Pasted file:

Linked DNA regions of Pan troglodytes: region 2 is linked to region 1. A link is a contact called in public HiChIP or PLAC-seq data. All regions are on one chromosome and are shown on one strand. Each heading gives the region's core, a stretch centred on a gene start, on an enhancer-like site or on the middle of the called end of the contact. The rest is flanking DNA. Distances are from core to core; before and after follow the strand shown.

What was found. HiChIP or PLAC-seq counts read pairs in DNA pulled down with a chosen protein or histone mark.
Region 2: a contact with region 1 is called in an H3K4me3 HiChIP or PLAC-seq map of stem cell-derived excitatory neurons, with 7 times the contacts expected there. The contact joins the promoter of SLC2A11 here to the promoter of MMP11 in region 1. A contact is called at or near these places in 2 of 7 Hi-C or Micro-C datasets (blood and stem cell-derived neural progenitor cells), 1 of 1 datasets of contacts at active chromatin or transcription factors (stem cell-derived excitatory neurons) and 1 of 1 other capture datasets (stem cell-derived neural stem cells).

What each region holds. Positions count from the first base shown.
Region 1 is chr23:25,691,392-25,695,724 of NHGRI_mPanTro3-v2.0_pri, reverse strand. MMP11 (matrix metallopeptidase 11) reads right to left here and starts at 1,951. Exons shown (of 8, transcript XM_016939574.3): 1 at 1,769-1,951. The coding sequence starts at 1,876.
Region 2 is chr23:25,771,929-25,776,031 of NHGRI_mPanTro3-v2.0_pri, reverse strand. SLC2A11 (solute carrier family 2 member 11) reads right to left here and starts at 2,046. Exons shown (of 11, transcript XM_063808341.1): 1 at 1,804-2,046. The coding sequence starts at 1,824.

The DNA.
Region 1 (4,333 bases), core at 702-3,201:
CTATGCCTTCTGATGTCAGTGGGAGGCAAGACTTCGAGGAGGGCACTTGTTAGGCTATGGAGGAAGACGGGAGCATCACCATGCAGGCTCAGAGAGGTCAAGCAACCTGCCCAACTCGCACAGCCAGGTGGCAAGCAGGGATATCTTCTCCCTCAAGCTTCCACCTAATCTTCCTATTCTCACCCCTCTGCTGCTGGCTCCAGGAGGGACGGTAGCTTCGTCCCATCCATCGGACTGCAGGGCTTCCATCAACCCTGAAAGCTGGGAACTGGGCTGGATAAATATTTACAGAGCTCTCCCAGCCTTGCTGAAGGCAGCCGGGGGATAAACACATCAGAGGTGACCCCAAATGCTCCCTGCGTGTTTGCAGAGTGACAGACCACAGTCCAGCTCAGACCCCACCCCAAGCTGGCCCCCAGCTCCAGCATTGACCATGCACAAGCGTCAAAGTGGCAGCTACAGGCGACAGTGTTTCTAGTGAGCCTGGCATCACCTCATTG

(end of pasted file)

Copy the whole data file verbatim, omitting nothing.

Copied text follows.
Linked DNA regions of Pan troglodytes: region 2 is linked to region 1. A link is a contact called in public HiChIP or PLAC-seq data. All regions are on one chromosome and are shown on one strand. Each heading gives the region's core, a stretch centred on a gene start, on an enhancer-like site or on the middle of the called end of the contact. The rest is flanking DNA. Distances are from core to core; before and after follow the strand shown.

What was found. HiChIP or PLAC-seq counts read pairs in DNA pulled down with a chosen protein or histone mark.
Region 2: a contact with region 1 is called in an H3K4me3 HiChIP or PLAC-seq map of stem cell-derived excitatory neurons, with 7 times the contacts expected there. The contact joins the promoter of SLC2A11 here to the promoter of MMP11 in region 1. A contact is called at or near these places in 2 of 7 Hi-C or Micro-C datasets (blood and stem cell-derived neural progenitor cells), 1 of 1 datasets of contacts at active chromatin or transcription factors (stem cell-derived excitatory neurons) and 1 of 1 other capture datasets (stem cell-derived neural stem cells).

What each region holds. Positions count from the first base shown.
Region 1 is chr23:25,691,392-25,695,724 of NHGRI_mPanTro3-v2.0_pri, reverse strand. MMP11 (matrix metallopeptidase 11) reads right to left here and starts at 1,951. Exons shown (of 8, transcript XM_016939574.3): 1 at 1,769-1,951. The coding sequence starts at 1,876.
Region 2 is chr23:25,771,929-25,776,031 of NHGRI_mPanTro3-v2.0_pri, reverse strand. SLC2A11 (solute carrier family 2 member 11) reads right to left here and starts at 2,046. Exons shown (of 11, transcript XM_063808341.1): 1 at 1,804-2,046. The coding sequence starts at 1,824.

The DNA.
Region 1 (4,333 bases), core at 702-3,201:
CTATGCCTTCTGATGTCAGTGGGAGGCAAGACTTCGAGGAGGGCACTTGTTAGGCTATGGAGGAAGACGGGAGCATCACCATGCAGGCTCAGAGAGGTCAAGCAACCTGCCCAACTCGCACAGCCAGGTGGCAAGCAGGGATATCTTCTCCCTCAAGCTTCCACCTAATCTTCCTATTCTCACCCCTCTGCTGCTGGCTCCAGGAGGGACGGTAGCTTCGTCCCATCCATCGGACTGCAGGGCTTCCATCAACCCTGAAAGCTGGGAACTGGGCTGGATAAATATTTACAGAGCTCTCCCAGCCTTGCTGAAGGCAGCCGGGGGATAAACACATCAGAGGTGACCCCAAATGCTCCCTGCGTGTTTGCAGAGTGACAGACCACAGTCCAGCTCAGACCCCACCCCAAGCTGGCCCCCAGCTCCAGCATTGACCATGCACAAGCGTCAAAGTGGCAGCTACAGGCGACAGTGTTTCTAGTGAGCCTGGCATCACCTCATTG